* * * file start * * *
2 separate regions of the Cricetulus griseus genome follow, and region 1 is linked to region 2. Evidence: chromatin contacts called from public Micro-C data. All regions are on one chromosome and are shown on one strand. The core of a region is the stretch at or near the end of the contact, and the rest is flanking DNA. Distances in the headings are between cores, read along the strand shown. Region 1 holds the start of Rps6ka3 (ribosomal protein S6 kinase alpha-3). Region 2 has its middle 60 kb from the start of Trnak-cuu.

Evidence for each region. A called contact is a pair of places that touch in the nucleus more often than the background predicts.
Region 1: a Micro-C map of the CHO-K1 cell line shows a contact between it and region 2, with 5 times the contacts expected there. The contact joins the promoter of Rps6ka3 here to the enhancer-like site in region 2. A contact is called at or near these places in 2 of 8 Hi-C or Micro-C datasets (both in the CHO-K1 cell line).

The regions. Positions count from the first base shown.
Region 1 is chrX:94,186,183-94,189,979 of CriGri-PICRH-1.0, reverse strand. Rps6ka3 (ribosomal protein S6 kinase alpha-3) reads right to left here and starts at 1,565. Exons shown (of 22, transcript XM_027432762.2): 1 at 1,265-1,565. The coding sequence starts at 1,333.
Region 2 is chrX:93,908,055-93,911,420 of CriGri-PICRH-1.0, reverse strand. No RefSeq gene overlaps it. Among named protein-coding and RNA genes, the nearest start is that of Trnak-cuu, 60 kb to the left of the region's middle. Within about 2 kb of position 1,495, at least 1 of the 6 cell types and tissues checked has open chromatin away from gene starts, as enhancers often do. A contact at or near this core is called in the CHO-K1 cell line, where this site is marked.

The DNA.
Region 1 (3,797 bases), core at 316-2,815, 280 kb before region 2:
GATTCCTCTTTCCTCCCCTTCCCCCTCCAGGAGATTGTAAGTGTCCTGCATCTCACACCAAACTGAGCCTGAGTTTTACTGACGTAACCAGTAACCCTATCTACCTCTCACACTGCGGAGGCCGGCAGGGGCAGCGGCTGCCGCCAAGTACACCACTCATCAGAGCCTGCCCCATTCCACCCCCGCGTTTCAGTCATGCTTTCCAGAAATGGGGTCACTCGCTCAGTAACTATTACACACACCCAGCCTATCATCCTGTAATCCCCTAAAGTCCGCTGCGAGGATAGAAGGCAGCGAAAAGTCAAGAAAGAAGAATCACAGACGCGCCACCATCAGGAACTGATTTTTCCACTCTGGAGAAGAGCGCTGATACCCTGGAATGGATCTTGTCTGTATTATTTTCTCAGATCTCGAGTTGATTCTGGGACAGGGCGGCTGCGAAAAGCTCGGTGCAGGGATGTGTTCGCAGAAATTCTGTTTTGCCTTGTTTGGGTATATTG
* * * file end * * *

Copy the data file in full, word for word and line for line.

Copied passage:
2 separate regions of the Cricetulus griseus genome follow, and region 1 is linked to region 2. Evidence: chromatin contacts called from public Micro-C data. All regions are on one chromosome and are shown on one strand. The core of a region is the stretch at or near the end of the contact, and the rest is flanking DNA. Distances in the headings are between cores, read along the strand shown. Region 1 holds the start of Rps6ka3 (ribosomal protein S6 kinase alpha-3). Region 2 has its middle 60 kb from the start of Trnak-cuu.

Evidence for each region. A called contact is a pair of places that touch in the nucleus more often than the background predicts.
Region 1: a Micro-C map of the CHO-K1 cell line shows a contact between it and region 2, with 5 times the contacts expected there. The contact joins the promoter of Rps6ka3 here to the enhancer-like site in region 2. A contact is called at or near these places in 2 of 8 Hi-C or Micro-C datasets (both in the CHO-K1 cell line).

The regions. Positions count from the first base shown.
Region 1 is chrX:94,186,183-94,189,979 of CriGri-PICRH-1.0, reverse strand. Rps6ka3 (ribosomal protein S6 kinase alpha-3) reads right to left here and starts at 1,565. Exons shown (of 22, transcript XM_027432762.2): 1 at 1,265-1,565. The coding sequence starts at 1,333.
Region 2 is chrX:93,908,055-93,911,420 of CriGri-PICRH-1.0, reverse strand. No RefSeq gene overlaps it. Among named protein-coding and RNA genes, the nearest start is that of Trnak-cuu, 60 kb to the left of the region's middle. Within about 2 kb of position 1,495, at least 1 of the 6 cell types and tissues checked has open chromatin away from gene starts, as enhancers often do. A contact at or near this core is called in the CHO-K1 cell line, where this site is marked.

The DNA.
Region 1 (3,797 bases), core at 316-2,815, 280 kb before region 2:
GATTCCTCTTTCCTCCCCTTCCCCCTCCAGGAGATTGTAAGTGTCCTGCATCTCACACCAAACTGAGCCTGAGTTTTACTGACGTAACCAGTAACCCTATCTACCTCTCACACTGCGGAGGCCGGCAGGGGCAGCGGCTGCCGCCAAGTACACCACTCATCAGAGCCTGCCCCATTCCACCCCCGCGTTTCAGTCATGCTTTCCAGAAATGGGGTCACTCGCTCAGTAACTATTACACACACCCAGCCTATCATCCTGTAATCCCCTAAAGTCCGCTGCGAGGATAGAAGGCAGCGAAAAGTCAAGAAAGAAGAATCACAGACGCGCCACCATCAGGAACTGATTTTTCCACTCTGGAGAAGAGCGCTGATACCCTGGAATGGATCTTGTCTGTATTATTTTCTCAGATCTCGAGTTGATTCTGGGACAGGGCGGCTGCGAAAAGCTCGGTGCAGGGATGTGTTCGCAGAAATTCTGTTTTGCCTTGTTTGGGTATATTG